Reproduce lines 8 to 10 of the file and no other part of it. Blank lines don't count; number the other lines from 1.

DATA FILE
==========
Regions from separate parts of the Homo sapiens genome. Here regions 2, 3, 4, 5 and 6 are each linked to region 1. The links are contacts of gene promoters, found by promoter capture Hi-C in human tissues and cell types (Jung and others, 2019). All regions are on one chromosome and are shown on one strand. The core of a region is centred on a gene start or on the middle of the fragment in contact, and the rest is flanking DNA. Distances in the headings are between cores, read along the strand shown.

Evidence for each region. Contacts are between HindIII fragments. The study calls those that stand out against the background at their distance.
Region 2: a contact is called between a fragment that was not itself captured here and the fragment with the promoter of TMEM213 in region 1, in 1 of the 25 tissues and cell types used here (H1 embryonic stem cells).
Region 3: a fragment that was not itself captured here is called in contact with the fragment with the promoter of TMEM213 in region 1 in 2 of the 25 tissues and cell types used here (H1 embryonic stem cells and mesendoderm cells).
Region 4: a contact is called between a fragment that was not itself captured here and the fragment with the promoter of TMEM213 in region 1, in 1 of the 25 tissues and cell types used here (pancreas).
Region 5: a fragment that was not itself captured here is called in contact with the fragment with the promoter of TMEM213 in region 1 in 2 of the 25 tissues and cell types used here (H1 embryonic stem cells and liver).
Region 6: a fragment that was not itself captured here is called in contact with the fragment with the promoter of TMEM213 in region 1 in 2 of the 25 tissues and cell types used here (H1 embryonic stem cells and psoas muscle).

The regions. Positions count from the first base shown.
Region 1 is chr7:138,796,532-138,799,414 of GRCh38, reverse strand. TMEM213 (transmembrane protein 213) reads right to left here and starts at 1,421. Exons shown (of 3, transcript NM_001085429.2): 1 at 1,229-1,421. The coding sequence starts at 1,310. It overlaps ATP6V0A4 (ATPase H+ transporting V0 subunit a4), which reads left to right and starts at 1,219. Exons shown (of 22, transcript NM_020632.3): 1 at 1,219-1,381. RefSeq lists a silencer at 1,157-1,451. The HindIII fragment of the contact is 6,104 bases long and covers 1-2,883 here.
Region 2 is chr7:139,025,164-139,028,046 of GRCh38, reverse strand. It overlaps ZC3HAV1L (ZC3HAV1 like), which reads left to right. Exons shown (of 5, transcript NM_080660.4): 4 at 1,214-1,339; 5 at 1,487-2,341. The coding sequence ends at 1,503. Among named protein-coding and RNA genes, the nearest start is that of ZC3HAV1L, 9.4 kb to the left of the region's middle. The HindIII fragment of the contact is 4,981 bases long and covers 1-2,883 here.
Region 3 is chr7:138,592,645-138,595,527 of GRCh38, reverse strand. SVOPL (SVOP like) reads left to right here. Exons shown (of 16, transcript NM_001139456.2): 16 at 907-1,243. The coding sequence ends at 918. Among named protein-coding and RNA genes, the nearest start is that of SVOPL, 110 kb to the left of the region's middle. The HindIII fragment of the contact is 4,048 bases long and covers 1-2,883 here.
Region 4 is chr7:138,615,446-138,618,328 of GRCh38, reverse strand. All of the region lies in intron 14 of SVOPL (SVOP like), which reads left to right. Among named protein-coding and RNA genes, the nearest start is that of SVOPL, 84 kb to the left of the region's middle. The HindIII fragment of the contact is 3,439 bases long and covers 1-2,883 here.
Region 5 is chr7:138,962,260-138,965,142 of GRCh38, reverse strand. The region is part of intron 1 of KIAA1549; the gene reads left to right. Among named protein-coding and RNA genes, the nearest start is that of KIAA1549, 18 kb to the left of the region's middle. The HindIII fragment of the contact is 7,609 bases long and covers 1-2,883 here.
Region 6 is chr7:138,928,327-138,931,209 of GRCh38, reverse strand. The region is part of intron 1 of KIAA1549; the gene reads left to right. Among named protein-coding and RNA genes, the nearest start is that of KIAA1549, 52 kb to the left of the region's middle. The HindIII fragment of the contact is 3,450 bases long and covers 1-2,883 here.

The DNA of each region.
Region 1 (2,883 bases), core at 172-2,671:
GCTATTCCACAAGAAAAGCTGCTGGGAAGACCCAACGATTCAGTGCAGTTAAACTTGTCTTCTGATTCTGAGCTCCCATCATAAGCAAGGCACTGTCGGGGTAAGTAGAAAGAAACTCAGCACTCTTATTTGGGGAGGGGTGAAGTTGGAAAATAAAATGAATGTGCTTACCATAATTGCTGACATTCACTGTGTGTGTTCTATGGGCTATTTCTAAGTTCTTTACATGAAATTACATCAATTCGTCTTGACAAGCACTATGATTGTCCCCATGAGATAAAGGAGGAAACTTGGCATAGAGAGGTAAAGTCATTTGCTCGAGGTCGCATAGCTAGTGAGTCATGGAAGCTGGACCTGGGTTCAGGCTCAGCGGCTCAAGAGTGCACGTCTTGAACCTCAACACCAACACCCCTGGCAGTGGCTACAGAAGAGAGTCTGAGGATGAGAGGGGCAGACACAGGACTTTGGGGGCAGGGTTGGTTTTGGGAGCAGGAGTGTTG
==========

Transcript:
The regions. Positions count from the first base shown.
Region 1 is chr7:138,796,532-138,799,414 of GRCh38, reverse strand. TMEM213 (transmembrane protein 213) reads right to left here and starts at 1,421. Exons shown (of 3, transcript NM_001085429.2): 1 at 1,229-1,421. The coding sequence starts at 1,310. It overlaps ATP6V0A4 (ATPase H+ transporting V0 subunit a4), which reads left to right and starts at 1,219. Exons shown (of 22, transcript NM_020632.3): 1 at 1,219-1,381. RefSeq lists a silencer at 1,157-1,451. The HindIII fragment of the contact is 6,104 bases long and covers 1-2,883 here.
Region 2 is chr7:139,025,164-139,028,046 of GRCh38, reverse strand. It overlaps ZC3HAV1L (ZC3HAV1 like), which reads left to right. Exons shown (of 5, transcript NM_080660.4): 4 at 1,214-1,339; 5 at 1,487-2,341. The coding sequence ends at 1,503. Among named protein-coding and RNA genes, the nearest start is that of ZC3HAV1L, 9.4 kb to the left of the region's middle. The HindIII fragment of the contact is 4,981 bases long and covers 1-2,883 here.